In Quora, the post is titled “Why do the Netherlands and France do the same with Vietnam and Indonesia but not with Filipinos?”.
It’s a long read, but it’s interesting. I read it once before and came across it again. I thought I’d share it.
As a former colony, I am not familiar with the Dutch-Indonesian and French-Vietnamese citizenship processes. I can relate to the Spanish-Philippine citizenship process as I have known a person who has completed it.
It is intriguing that Spain has a clearer path for Filipinos than Dutch and French for their former dependencies.
BTW, this post is about this topic. Not the process of getting a Spanish visa 🙂
Why does Spain offer Filipinos an easier path to citizenship but the Netherlands and France do not do the same with Indonesia and Vietnam?
(Posted by JoshFormer Research Specialist II, International Relations at Department of Energy – Republic of the Philippines 2004–2007 in Quora)
Such enlightening answers from the first question. Why does Spain make it easier for Filipinos to become citizens? Best answered by the Spaniards themselves. But the second question, why Indonesia and Vietnam cannot say the same for Holland or France? Best answered by the nations involved. My take on the second question.
According to a book written in the 19th century (The Philippines in the Eyes of a Foreigner), written by a non-Spaniard European, there was no clear separation between the colonials and colonisers in the Philippines. Peninsular and colonials ate at the same table and went to the same parties, They wore the same clothes, worshipped the same God, fucked in the ass by the same pope, and argued about life in Madrid and Manila as if it was one country. The author said he could not say the same for other Asian colonies where the natives were segregated from their European counterparts. Indonesia and Vietnam were never treated as part of Holland or France but rather as cash cows and possessions.
According to some books, the author belittled the quality of European Spanish officials in the Philippines. He said that the Dutch official comes to her colonies knowing it is short-term. He is simply on a tour of duty. But in the Philippines, the Spanish official intends to stay and make it his home. He has no life back in Spain, but in the Philippines, he is someone. To a Dutch person, he is in Indonesia to fulfil a responsibility. To a Spaniard, the Philippines is home. In fact, after Spain surrendered the archipelago, the majority of Spaniards did not go back to Spain but remained in the Philippines later to be citizens of the new republic. Only the government officials and friars returned back to Spain. Many Spaniards migrated to the Philippines during the Spanish Civil War and Franco Regime. Many of my mestizo classmates say their fathers migrated in the 1920 and 1930s. The Dutch and French did not do that to their former colonies. They knew their former colonials would kill them.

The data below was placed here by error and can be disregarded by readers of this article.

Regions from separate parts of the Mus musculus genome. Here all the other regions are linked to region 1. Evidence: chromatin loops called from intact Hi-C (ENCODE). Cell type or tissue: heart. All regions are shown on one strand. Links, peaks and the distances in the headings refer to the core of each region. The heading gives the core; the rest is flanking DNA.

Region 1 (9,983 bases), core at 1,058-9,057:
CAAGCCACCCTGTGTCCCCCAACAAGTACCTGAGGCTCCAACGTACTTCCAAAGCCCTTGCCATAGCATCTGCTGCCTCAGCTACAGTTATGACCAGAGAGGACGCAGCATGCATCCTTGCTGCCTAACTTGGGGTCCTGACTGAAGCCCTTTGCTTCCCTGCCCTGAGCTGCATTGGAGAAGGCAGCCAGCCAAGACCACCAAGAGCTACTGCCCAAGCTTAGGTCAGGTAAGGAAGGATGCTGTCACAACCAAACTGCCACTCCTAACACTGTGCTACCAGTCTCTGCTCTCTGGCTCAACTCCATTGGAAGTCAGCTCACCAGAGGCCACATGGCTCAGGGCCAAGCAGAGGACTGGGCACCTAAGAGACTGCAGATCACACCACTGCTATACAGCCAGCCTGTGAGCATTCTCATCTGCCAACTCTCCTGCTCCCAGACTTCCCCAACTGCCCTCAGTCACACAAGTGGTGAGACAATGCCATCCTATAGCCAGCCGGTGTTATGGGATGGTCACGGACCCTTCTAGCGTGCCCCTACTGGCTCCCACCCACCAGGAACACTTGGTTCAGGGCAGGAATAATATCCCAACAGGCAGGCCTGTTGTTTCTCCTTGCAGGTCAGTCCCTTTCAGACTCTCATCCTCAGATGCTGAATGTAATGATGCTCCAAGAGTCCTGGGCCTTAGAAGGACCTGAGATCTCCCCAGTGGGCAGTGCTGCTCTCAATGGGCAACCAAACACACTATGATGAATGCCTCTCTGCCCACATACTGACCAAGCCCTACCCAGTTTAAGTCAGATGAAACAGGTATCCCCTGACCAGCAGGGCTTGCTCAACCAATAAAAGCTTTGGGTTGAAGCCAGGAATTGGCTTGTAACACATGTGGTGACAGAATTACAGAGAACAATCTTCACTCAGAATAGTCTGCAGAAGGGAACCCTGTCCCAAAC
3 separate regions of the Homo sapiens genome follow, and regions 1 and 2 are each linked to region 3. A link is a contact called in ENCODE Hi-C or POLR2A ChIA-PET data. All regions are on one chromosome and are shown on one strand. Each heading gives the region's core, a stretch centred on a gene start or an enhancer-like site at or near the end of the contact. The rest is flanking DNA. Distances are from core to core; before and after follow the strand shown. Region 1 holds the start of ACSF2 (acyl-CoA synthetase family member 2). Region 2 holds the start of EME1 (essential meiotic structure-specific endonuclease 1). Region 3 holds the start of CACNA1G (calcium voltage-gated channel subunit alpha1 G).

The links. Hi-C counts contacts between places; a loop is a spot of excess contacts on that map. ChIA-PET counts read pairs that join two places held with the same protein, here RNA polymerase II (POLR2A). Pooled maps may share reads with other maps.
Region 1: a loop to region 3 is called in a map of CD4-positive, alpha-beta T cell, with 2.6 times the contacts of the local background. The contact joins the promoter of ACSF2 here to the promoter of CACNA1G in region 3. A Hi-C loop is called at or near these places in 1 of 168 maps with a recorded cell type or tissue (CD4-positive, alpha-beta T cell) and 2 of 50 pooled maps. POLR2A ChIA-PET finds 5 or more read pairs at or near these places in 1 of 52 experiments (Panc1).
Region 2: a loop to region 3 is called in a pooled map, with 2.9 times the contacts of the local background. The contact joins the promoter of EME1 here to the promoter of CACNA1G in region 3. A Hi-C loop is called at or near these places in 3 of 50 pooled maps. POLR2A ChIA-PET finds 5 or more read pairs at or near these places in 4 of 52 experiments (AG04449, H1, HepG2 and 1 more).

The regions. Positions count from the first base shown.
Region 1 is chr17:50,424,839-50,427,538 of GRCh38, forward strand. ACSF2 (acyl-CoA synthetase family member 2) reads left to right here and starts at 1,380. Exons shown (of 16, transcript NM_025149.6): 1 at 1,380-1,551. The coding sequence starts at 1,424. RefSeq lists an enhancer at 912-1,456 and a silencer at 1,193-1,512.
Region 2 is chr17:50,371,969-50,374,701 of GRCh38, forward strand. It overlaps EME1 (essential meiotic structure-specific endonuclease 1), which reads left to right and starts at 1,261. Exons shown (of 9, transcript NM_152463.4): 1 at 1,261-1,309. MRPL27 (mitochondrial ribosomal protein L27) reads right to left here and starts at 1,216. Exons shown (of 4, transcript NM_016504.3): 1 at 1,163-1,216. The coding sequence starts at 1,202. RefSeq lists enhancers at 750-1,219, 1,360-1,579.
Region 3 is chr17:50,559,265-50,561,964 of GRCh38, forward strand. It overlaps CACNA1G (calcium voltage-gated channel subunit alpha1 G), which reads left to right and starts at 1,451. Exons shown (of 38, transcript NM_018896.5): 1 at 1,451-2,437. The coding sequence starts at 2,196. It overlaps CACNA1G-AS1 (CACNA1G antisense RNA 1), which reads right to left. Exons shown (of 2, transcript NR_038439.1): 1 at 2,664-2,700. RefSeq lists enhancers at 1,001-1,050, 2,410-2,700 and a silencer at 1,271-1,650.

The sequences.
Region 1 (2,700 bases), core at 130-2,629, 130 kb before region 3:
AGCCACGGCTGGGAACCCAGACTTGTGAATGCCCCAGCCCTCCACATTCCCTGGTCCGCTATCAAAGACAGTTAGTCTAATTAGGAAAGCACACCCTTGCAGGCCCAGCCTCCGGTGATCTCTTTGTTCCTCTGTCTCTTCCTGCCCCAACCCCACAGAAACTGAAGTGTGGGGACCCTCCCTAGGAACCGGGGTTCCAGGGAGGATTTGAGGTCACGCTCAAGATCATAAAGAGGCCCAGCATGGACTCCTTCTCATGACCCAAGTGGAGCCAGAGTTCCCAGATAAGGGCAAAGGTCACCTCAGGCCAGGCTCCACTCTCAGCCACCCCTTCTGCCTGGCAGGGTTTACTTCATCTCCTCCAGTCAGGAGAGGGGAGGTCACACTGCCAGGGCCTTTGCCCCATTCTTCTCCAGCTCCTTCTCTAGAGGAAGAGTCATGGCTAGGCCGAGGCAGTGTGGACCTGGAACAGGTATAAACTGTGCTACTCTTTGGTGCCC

Filipinos had representatives in the Spanish Cortes, at least three. A Spanish prime minister during the colonial days was born in the Philippines. I cannot say the same for Indonesia and Vietnam. Philippines did not revolt against being part of an empire. Neither did they revolt against Spanish People. They revolted against the Reactionaries and Friars. Filipino patriots had European Spanish friends and allies in Madrid, the Spanish liberals. The Filipino Revolutionary Army was filled with former Spanish Army Officers. The Philippines revolted against medieval practices and anti-liberal policies in the Philippines, which were also being practised and protested by the liberals in Madrid. In fact, it was never a Philippine Revolution but a bloody CIVIL WAR. On the other hand, the Vietminh was against not just injustice but specifically against the French People. The Indonesians were never really integrated by the Dutch in Indonesia. Spain, by accident, at least when they opened the colony to world trade, created a young middle class in the Philippines with a sufficient percentage of European Spaniards in it. To this day, those creoles are burrowed deeply into Philippine Society.
Between 1898 and to early 2000s, Spain and the Philippines lost commercial contact. Yet the Philippines never lost interest in their Spanish influence. In the early 2000s, president arroyo declared a Spanish-Philippines Day. There was an immediate revival in Spanish migration to the Philippines and a revival of commerce. I’ve never met a peninsular in the Philippines before the early 2000s. Today, I meet them everywhere. Not Just tourists but working here. That was also the same time the Philippine government announced preferential treatment to Filipinos migrating to Spain.
Well, they are both good and bad. Because Spain had no qualms intermarrying with their “Indios”, the former Spanish Empire was and still is more consolidated by culture, unlike the Dutch and French empires. However, unlike the Dutch and French, the Spaniards are equal targets od racism against Latinos and Filipinos.
In the US, Martin Sheen and Emilio Estevez (Spaniards) are celebrated by the Latin community but looked down upon by the White Anglo-Saxon Protestant community. Martin Sheen (originally Ramon Estevez) had to change his name so he would not be taken as a Mexican.